See Lava Flows from Hawaii’s Kilauea Change Paths in New Satellite Photos

See Lava Flows from Hawaii's Kilauea Change Paths in New Satellite Photos

The tale of Hawaii’s recent volcanic eruptions continues to change, much like its fierce lava flows, and new images from space tell the latest chapter.

Two satellites and a camera-wielding astronaut captured powerful overhead views of the active Kilauea volcano on Hawaii’s Big Island. Images taken from late May to Sunday (June 10) show molten material churning out from volcanic fissures on a journey toward the Pacific Ocean on the southeast corner of the island. Volcanic smog, known as vog, rises into the air.

The devastation left in the volcano’s wake is palpable in the time-lapse imagery released by officials at the European Space Agency (ESA) on June 8. The ESA Copernicus Sentinel-2 satellite captured the changing paths that the bright-orange lava rivers took to enter the Pacific Ocean. Distinct paths are apparent when viewing the May 23 and June 8 photos one after the other.

In a related image caption, ESA officials shared that the lava flows have destroyed around 700 homes, calling the flows’ rapid property destruction unprecedented.

Bob Fenton, FEMA administrator for the region, said assessments are taking place to determine if renters and homeowners will be eligible for individual FEMA assistance, which would offer payouts averaging $4,000 and maxing out at $34,000. He said nonprofit organizations are currently offering the bulk of resources and assistance to evacuees, and he encouraged people who have insurance to use it.

“While the Sentinel-2 mission mainly provides information for agricultural and forestry practices and to map changes in land cover, its images of disasters such as volcanic eruptions can be used to help assess damage,” ESA officials stated.

Officials on Hawaii’s Big Island let some people back into their homes and scaled down emergency operations Monday as lava flowed into the ocean on a path that wasn’t threatening new areas.

“We’ve pretty much thrown everything at this event” since a series of lava fissures began emerging from cracks in neighborhood last month, Hawaii County Civil Defense Agency Administrator Talmadge Magno said Monday. “Some aspects of it can kind of start to scale down as the volcano somewhat runs into a stable situation.”

His definition of stable means that lava continues to flow along a path toward the ocean that isn’t threatening additional areas. It was flowing north and then east toward a community the lava wiped out last week.

Officials are transitioning to recovery efforts, with help from the Federal Emergency Management Agency, which is starting to do damage assessments, Magno said.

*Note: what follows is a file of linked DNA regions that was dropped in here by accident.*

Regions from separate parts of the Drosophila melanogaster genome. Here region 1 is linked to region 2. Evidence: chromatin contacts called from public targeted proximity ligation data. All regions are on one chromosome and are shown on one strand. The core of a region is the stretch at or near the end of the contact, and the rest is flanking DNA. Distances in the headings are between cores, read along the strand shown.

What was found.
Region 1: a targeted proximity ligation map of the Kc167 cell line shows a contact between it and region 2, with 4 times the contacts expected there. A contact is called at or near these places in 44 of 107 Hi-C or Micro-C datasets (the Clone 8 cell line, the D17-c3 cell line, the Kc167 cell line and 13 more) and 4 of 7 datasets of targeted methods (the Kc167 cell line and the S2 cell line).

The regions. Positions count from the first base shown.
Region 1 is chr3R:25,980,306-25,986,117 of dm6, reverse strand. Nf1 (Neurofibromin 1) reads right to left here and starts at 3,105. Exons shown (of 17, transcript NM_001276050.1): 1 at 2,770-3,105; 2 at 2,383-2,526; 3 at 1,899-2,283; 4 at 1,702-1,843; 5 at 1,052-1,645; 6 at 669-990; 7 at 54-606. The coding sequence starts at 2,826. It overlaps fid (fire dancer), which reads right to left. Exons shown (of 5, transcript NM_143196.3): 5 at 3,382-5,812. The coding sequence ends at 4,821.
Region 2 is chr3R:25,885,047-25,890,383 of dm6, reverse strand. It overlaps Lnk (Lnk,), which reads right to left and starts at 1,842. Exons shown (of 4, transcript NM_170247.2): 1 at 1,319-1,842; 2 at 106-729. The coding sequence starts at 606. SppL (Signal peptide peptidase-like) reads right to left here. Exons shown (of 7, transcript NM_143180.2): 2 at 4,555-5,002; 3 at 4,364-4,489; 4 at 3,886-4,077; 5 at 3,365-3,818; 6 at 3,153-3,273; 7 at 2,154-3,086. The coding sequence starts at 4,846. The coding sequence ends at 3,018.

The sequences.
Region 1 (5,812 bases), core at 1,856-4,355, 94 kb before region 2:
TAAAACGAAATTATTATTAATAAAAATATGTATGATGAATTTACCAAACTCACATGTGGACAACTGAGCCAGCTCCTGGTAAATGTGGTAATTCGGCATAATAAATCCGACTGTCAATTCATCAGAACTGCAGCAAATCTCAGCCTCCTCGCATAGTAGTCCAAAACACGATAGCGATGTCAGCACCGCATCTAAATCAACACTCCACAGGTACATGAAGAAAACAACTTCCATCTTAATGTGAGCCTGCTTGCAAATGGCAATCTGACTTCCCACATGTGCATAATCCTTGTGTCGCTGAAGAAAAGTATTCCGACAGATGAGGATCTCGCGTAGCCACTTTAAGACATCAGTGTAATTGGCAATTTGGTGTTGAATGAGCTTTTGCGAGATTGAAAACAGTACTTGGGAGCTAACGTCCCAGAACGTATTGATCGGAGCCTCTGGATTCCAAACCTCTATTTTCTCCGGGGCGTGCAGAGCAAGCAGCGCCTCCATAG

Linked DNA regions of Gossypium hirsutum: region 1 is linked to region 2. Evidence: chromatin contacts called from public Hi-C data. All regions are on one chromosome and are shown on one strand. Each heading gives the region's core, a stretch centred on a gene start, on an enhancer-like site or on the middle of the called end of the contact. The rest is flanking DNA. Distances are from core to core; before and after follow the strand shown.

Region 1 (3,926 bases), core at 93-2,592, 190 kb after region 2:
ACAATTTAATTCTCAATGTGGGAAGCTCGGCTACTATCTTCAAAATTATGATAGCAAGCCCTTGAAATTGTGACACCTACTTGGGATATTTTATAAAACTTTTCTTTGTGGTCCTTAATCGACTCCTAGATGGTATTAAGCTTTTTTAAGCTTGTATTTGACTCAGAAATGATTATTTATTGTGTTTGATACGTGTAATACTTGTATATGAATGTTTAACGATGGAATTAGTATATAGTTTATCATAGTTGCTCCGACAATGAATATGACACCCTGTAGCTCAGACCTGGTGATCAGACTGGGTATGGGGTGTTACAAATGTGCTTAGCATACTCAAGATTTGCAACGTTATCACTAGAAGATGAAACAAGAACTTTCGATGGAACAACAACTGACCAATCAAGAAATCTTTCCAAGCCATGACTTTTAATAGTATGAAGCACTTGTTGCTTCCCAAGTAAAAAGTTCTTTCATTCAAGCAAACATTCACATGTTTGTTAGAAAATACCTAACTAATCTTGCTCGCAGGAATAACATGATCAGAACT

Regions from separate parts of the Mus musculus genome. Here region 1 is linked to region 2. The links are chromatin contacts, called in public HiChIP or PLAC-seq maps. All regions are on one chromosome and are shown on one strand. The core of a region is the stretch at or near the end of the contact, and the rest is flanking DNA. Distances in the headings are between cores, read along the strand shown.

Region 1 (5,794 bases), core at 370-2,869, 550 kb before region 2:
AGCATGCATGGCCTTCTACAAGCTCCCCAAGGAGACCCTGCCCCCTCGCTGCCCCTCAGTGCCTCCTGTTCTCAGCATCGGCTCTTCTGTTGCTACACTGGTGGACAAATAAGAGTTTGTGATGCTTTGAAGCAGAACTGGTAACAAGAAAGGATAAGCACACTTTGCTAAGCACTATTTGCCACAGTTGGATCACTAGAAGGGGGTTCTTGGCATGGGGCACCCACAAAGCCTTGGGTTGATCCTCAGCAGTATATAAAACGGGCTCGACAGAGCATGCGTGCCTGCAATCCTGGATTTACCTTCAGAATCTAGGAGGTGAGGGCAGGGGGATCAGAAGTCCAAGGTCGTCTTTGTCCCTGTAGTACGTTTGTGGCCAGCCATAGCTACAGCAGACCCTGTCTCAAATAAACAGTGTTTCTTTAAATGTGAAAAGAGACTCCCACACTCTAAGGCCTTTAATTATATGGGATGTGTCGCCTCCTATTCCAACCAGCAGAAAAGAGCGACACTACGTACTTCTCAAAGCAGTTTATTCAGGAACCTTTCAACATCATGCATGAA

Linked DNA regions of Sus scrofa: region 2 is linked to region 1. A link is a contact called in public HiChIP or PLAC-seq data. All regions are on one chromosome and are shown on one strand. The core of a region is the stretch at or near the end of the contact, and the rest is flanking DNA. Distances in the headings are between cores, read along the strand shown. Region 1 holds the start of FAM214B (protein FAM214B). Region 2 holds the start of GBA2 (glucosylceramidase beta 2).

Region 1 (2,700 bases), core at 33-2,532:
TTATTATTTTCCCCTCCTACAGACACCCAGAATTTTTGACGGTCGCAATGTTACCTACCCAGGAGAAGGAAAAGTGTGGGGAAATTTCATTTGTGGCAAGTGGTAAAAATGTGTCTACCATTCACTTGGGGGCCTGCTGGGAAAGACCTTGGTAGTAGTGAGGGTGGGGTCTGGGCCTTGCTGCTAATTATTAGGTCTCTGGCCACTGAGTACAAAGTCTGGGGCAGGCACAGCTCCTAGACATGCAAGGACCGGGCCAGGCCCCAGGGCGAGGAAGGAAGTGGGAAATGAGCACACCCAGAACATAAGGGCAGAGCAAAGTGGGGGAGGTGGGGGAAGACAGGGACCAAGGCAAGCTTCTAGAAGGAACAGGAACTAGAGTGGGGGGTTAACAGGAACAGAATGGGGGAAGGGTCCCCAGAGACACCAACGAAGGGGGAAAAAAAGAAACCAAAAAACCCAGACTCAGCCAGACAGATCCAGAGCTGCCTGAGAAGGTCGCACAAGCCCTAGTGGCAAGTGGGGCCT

There was “not a lot of change” to the lava flow, said Janet Babb, a geologist with the USGS’ Hawaiian Volcano Observatory. Lava was shooting into the sky from one vent and there was “weak” activity at two other fissures, which weren’t producing much of a flow and not advancing very far, Babb said.

It’s possible a new fissure will open, or vigorous flows could emerge from vents that have been inactive. Magno said additional workers can be called in if conditions change.

Another view came in on June 3, when the WorldView-3 satellite from space-imagery company DigitalGlobe caught the devastation as active lava flows approached Kapoho Bay. DigitalGlobe released the color, near-infrared and shortwave infrared resolution imagery via tweet the following day, June 4. [Photos: Fiery Lava from Kilauea Volcano Erupts on Hawaii’s Big Island]

And on Sunday (June 10), NASA astronaut and Expedition 56 Cmdr. Drew Feustel tweeted an image of vog emanating from the island’s coast and at other points along the lava’s paths. “Expedition 56 is thinking of Hawaii as the dynamic Earth continues to evolve,” Feustel shared in the Twitter post.

At Kilauea’s summit, there continue to be explosions that shoot plumes of ash into the sky. There were two small blasts Monday, including one after a magnitude-5.4 earthquake, scientists said.

A National Weather Service radar unit has been helping provide data about the heights of the ash plumes and the direction of ash fall. But the unit has been broken since Thursday. A part for repairs was expected soon, said Robert Ballard, science and operations officer for the weather service in Honolulu.

Mary Greeley News